Having received a split decision in the First-tier Tribunal (FTT) in 2019, locum urologist George Mantides of George Mantides Limited (GML) appealed part of the decision and took the IR35 case to the Upper Tribunal (UT).
The UTT case has now been partially heard, with an err in law already confirmed, leaving open the possibility of Mantides overturning the decision. The tribunal judges ruled in favour of GML on Grounds 1 and 2 of appeal. However, Ground 3 will require further consideration and will be considered after the outcome of the Professional Game Match Officials Limited (PGMOL) case that has only recently been heard in the Court of Appeal.
These decisions could have widespread implications for one the key indicators of employment status, mutuality of obligation (MOO), and how HMRC interprets and applies it.
UTT ruling could impact IR35 assessments of locum doctors
In the original FTT Mantides hearing, the outcome was a split decision; HMRC won on one of the engagements, GML the other. An appeal was then lodged by the taxpayer to overturn HMRC’s partial victory where Mantides was found to be "inside IR35".
Due to the potential implications of the UTT case, the final ruling is particularly important. It could have far-reaching effects on how all contractors, including NHS locums, are assessed for IR35 tax status.
Traditionally, many locums have been blanket assessed as “inside IR35”. This approach has been reinforced by questionable IR35 guidance provided to the NHS in webinars by HMRC, uncovered by the Independent Health Professionals’ Association and shared with ContractorCalculator in 2018.
If GML is to emerge victorious from the UTT after Ground 3 is considered, it will likely encourage other locum doctors to challenge the blanket determinations they have reportedly suffered.
UTT finds FTT judgement found facts for which there was not sufficient evidence
GML was successful on Ground 1 and 2 of appeal at UTT in respect of identifying an error of law on the subject of the hypothetical contract.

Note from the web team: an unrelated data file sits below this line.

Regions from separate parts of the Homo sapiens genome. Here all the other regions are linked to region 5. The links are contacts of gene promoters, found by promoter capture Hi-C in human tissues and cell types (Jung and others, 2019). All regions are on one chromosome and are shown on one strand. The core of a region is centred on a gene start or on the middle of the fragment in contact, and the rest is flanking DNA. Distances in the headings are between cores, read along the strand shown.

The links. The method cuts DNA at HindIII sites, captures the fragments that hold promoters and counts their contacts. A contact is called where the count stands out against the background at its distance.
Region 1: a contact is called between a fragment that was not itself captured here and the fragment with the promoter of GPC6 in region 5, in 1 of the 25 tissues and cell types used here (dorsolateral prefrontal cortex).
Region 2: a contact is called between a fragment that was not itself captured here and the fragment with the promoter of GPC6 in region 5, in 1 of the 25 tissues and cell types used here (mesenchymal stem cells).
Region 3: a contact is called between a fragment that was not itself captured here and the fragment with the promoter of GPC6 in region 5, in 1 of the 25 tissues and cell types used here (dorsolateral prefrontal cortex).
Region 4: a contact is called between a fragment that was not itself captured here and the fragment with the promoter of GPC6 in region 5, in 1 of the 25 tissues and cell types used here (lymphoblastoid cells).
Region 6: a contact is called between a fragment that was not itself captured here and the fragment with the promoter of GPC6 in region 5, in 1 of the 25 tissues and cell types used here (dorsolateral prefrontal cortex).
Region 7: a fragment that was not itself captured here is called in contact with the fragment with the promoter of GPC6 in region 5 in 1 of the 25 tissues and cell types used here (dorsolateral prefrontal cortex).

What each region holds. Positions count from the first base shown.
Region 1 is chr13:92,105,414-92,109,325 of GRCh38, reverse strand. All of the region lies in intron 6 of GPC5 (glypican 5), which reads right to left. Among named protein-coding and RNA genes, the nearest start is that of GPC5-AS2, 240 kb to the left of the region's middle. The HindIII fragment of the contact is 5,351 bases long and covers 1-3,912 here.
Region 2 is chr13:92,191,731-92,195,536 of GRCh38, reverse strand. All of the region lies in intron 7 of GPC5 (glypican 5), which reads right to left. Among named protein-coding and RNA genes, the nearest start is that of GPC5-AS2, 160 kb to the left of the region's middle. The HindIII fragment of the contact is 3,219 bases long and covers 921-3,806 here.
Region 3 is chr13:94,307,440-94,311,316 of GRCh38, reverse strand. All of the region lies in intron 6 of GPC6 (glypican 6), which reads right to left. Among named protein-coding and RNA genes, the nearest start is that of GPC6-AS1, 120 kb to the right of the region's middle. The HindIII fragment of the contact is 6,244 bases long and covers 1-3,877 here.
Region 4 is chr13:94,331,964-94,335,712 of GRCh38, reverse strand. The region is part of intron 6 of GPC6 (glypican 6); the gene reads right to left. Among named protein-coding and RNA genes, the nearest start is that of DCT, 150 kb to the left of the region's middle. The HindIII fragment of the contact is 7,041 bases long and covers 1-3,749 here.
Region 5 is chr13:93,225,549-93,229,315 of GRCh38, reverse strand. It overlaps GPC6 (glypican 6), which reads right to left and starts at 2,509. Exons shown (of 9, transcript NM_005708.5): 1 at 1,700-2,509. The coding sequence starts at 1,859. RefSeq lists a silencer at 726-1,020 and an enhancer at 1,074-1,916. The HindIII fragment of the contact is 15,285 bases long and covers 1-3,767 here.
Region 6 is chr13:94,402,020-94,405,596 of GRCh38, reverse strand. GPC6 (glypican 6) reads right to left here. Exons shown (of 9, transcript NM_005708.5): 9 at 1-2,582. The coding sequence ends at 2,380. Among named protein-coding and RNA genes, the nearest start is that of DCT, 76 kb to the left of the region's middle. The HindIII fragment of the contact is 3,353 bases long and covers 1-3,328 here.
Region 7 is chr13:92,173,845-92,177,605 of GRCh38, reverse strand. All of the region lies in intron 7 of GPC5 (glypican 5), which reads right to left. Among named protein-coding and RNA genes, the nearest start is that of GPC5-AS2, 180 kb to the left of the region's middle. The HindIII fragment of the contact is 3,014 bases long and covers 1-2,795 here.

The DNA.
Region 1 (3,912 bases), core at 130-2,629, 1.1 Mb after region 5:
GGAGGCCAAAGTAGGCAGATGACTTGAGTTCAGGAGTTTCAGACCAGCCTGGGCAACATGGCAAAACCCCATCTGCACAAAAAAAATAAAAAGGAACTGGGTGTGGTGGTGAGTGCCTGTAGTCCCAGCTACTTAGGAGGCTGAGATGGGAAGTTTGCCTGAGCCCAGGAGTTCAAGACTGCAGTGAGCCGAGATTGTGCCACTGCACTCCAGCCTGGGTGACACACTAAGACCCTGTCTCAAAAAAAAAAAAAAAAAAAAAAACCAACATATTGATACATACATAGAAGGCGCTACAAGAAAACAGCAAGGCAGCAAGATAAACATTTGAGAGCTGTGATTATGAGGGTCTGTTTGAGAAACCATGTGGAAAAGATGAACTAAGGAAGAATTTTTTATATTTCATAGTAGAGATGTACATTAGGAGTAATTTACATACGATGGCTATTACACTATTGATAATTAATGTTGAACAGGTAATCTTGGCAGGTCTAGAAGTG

According to the UTT ruling, “the appellant submits that there was no proper basis on which the FTT could find that the hypothetical contract would be terminable early on at least one week’s notice on either side, or that RBH would use reasonable endeavours to provide 10 half-day sessions a week resulting in between 30 and 40 hours work per week for Mr Mantides.”
UTT tribunal judges would not usually be permitted to interfere with the fact-finding of the case as it is reserved for the FTT. However, the UTT found that the appellant’s identifying of errors fell within the principle outlined in Edwards v Bairstow  AC 14.
As a result, the UTT assessed the evidence as follows: “Mr Paulin submitted that Mr Mantides’ case was that there was no notice period. That was supported by the evidence of Mr Jones set out above, who repeatedly confirmed that RBH could terminate Mr Mantides’ contract at any time if he was no longer needed. There was simply no evidence to support any other conclusion.”
The ruling then goes on to clarify the importance of evidence: “the finding as to a notice period of one week appear to us to have been based more on assumptions and what might have been agreed rather than on evidence as to what actually was agreed between the parties.
“We are therefore satisfied that the FTT was not entitled to find that the arrangements under which Mr Mantides worked for RBH required him or RBH to give one week’s notice of termination.”
Mantides’ UTT outcome still dependent on PGMOL MOO findings
However, whether Mantides wins his UTT appeal remains to be seen. This is because Ground 3 has not yet been considered in the UTT, consideration will resume following the outcome of PGMOL vs HMRC in the CoA.
The key point of course is MOO. HMRC continues to maintain its longstanding simplisitc view that MOO just means a contractor gets paid for doing some work. Whereas in the current law clarified by the PGMOL UTT, MOO actually refers to the obligations being more than simply being paid. Should this stand and not be overturned in the CoA, it could impact positively on the Mantides’ UTT case.
But the impact of the decision could be even greater. If PGMOL and GML both win their respective cases on MOO, then HMRC could face much wider consequences, in the form of a renewed focus on the accuracy of its Check Employment Status for Tax (CEST) tool, because:
- CEST does not take account of MOO in the sense that the PGMOL UTT defined;
- CEST would need to be withdrawn because it would not reflect the law;
- Any historic determinations made using CEST would need to be reconsidered because CEST and HMRC were wrong.
ContractorCalculator CEO Dave Chaplin watched the entire CoA PGMOL and notes: “There is a considerable amount at stake here, with the decision in PGMOL and lots of cases are currently stacking up behind it, waiting for the result.
“HMRC has tried and failed twice at both FTT and UTT to convince the judges that their narrow view of MOO is correct, and if they are wrong, then the consequences will certainly be wide reaching.”